Refoulement: The Case of Nigeria and Cameroon

By Chiazam Onyenso

Political strife continues to brew as a result of the ongoing separatist revolt in Cameroon. The unrest between the Anglophone and Francophone communities, inflamed by the 35-year sitting President Paul Biya, stretches beyond the country’s borders. Along the western border with neighboring Nigeria, the pro-independence movement of English-speaking Cameroonians agitating.

Cameroon’s lengthy history of Francophone and Anglophone dissonance was re-awakened with the 2016 protests for Anglophone autonomy in response to the pervasive francophone dominated institutions within the country. As a remnant of British colonization, the mainly Anglophone south and north-west Cameroon region has endured reoccurring conflict between armed police and militant separatists. The ongoing violence caused more than 15,000 refugees to flee Cameroon into neighboring. Recently, of the many who fled Cameroon, 51 asylum seekers were subjected to deportation by the Federal Government of Nigeria, reneging on the promise naturalization, an important responsibility as an asylum state.

Determinations of whether these refugees engaged in “rebellious” activity in Cameroon potentially premise arguments for their deportation or in another perspective, their “extradition.” A leader of the separatist movement, Sisiku Ayuk Tabe, was identified amongst refugees residing in Bashu- Okbampe Village in the Cross River state, along with a number of his followers. Tabe is known for his movement against the economic and social disparities in Cameroon and symbolically advocated for an Anglophone state separate from Cameroon proper, widely understood to be suffocated by a French majority.

The pursuit of Anglophone autonomy or a sovereign state, independent from Cameroon, (separatists call “Ambazonia”) has a long history. President Biya, in particular, has notably used brazen displays of force to silence even the mildest traces of dissent. Despite the fact Anglophone community makes up no more than a fifth of the entire population, the President has found a useful scapegoat in those in favor of secession and who actively voice a separatist position, these people being easily vilified.

According to the United Nations High Commissioner for Refugees (UNHCR), 47 of the extradited filed claims as asylum seekers. Deportation in spite of these claims directly undercut a fundamental principle of “non-refoulement” encapsulated in the 1951 Convention concerning the status of refugees. The convention defines the term “refugee” and clarifies his or her rights and duties along with the obligations of the cooperating state responsible for protecting these individuals. In this way, universal coverage is applied to all refugees without the ability to return to their country of origin for fear of persecution due to race, religion, social group membership or political stance. Moreover, consistent with the principle of non-refoulment, a refugee cannot be returned to that place in which they fear their life or freedom is threatened.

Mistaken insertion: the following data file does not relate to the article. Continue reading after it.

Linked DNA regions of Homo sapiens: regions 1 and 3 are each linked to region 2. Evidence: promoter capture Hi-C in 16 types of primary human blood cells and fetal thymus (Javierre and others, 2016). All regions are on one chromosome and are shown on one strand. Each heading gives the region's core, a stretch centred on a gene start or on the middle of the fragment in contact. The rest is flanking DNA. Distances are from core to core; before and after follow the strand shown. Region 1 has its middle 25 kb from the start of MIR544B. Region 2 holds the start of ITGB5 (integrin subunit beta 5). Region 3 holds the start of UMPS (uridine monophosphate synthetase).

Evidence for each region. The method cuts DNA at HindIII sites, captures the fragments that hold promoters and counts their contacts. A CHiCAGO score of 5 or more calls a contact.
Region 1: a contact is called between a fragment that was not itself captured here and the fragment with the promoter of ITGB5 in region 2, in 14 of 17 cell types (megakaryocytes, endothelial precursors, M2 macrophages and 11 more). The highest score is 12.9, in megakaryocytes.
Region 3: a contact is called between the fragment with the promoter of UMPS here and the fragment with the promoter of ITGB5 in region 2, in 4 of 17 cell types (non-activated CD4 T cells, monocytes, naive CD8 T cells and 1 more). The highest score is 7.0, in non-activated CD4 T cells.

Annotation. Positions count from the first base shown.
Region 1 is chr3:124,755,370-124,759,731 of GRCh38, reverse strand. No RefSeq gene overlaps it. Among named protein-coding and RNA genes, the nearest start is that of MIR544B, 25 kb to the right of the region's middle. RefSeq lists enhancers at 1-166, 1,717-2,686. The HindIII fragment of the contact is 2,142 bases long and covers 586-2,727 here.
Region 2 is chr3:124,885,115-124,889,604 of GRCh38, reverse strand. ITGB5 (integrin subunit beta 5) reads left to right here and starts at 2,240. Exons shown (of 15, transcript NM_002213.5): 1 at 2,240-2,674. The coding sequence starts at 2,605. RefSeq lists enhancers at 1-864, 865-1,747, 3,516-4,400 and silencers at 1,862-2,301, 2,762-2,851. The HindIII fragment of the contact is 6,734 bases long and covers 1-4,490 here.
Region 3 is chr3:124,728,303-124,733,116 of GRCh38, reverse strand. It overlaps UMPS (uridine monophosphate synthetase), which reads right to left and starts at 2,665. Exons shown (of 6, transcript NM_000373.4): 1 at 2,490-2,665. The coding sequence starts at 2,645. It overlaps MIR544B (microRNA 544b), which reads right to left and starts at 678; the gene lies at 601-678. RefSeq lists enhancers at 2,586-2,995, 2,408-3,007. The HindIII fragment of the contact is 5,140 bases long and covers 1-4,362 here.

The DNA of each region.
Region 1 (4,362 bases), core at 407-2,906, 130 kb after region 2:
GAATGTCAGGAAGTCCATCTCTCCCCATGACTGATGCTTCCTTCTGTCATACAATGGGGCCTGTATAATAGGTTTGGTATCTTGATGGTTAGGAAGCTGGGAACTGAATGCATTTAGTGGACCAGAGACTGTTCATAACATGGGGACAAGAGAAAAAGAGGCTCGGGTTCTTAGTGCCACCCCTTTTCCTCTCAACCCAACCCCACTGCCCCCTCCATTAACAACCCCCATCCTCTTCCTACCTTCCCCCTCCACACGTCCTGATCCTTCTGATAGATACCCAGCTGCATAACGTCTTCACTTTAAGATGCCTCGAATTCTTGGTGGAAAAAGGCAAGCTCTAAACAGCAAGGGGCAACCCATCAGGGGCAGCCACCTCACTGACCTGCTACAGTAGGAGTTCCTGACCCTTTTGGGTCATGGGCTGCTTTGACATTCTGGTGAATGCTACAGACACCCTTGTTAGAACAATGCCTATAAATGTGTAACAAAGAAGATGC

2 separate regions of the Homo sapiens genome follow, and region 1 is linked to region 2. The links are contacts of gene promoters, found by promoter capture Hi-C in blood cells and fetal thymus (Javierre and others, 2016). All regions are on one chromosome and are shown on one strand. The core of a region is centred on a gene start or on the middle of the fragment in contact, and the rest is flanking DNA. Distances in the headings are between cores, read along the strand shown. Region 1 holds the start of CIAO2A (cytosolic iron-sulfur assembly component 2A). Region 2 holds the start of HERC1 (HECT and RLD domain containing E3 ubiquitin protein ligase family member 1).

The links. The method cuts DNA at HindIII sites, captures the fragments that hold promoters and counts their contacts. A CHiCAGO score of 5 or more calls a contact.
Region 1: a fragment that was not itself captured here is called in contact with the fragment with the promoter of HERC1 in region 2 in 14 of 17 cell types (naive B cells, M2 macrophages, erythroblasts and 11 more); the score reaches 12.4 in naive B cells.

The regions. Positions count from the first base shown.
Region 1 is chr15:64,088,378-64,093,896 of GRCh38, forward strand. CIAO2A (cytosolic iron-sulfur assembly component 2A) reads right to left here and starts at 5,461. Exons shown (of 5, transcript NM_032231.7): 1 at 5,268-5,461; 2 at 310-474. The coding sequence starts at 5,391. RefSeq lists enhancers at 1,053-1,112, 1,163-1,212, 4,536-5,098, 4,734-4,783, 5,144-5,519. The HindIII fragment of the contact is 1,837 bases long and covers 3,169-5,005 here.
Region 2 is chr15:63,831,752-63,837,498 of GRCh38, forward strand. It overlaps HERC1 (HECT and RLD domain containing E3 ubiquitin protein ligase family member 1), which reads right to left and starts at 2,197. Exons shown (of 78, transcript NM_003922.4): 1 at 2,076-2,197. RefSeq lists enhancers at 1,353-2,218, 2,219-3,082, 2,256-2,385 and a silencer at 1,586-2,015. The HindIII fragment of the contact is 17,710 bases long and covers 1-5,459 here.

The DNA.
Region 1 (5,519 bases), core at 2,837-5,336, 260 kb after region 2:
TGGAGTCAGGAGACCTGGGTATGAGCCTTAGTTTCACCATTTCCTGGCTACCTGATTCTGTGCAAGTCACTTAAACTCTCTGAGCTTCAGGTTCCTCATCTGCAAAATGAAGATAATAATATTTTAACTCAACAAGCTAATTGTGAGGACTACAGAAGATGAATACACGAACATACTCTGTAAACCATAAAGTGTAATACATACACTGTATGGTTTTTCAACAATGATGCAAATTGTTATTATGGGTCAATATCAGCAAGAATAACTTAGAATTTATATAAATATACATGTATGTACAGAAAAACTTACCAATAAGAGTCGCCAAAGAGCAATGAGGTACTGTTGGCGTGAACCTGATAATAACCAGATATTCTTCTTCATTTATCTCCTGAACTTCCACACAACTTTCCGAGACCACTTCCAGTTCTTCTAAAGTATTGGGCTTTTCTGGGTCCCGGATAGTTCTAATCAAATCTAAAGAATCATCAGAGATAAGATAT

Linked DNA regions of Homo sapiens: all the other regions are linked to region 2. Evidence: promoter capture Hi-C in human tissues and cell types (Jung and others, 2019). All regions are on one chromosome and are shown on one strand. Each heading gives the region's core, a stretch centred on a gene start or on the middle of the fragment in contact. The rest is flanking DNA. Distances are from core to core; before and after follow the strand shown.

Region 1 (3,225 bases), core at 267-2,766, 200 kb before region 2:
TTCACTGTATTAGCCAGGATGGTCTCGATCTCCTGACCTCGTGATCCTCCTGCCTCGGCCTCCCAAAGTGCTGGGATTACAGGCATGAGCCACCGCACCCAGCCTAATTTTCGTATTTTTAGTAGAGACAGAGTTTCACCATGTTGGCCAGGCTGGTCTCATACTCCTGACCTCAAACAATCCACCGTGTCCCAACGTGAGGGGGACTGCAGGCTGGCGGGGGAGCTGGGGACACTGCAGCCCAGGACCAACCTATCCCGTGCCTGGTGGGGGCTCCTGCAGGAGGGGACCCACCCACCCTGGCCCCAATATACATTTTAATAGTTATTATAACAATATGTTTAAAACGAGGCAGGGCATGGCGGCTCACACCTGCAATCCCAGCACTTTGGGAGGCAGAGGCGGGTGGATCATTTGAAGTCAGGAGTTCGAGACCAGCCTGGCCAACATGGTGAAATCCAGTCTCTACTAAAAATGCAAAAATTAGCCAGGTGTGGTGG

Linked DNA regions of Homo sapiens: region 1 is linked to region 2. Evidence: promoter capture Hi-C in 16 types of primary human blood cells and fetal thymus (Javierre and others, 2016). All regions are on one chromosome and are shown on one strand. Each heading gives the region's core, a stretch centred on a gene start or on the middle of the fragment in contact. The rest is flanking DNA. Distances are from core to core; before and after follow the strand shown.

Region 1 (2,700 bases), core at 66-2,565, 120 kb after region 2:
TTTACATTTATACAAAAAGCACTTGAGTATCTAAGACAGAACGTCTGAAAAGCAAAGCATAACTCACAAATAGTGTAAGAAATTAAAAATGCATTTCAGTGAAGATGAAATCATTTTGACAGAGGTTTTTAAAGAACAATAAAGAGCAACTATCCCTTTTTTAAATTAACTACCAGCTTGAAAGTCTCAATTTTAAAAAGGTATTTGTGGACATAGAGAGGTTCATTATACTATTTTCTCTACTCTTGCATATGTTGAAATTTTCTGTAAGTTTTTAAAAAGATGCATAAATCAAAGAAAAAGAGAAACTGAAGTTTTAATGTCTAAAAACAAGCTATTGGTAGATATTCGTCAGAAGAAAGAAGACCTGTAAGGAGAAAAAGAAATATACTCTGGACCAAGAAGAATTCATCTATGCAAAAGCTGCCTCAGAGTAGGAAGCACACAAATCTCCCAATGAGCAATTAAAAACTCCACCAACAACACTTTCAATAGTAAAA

Cameroon has identified the refugees in question as “terrorists” who are to be tried for their crimes. This legal maneuver applies pressure for Nigeria to uphold a degree of “tribunality” or a sense that those who have committed aggressions elsewhere be held accountable, even in their state of asylum. Cameron’s position argues against any sort of international immunity, despite the disagreeing evaluations of the legitimacy of the protests by both domestic and international onlookers. Are these persons fugitives evading the law? Or are they refugees, in flight, in fear of the persecution that has reportedly taken place in Cameroon against advocates of secession?
Nigeria’s pledge to support Cameroon amidst its separatist crisis, undermines the international norm of “non-refoulement”. This becomes clear in light of the known actions President Biya has employed against opposition groups in the past. Nigeria, if it stays its course, can be seen as contributing to the likely mistreatment awaiting the deportees, unfair trial absent of due process along with the harsh prosecutions of Cameroon’s military courts. The decision to extradite these refugees says more of the far too frequent support for volatile dictatorships amongst neighboring countries than the unrelenting protection of those that claim to flee from persecution.

Chiazam Onyenso is an appointed Associate Editor for the Journal of Diplomacy and International Relations. She recently completed an M.A. in Diplomacy and International Relations at Seton Hall University, where specialized in in International Organizations, Global Negotiation and Conflict Management and also acquired a certificate in Post-Conflict State Reconstruction and Sustainability.


One thought on “Refoulement: The Case of Nigeria and Cameroon

  • February 17, 2018 at 1:15 am

    Usage of wrong appellation such as extradition when it’s no secret that there wasn’t any such treaty of extradition between Nigeria and Cameroon is an abberation. This blind usage has given a lot og support to a government that’s very crude and primitive.


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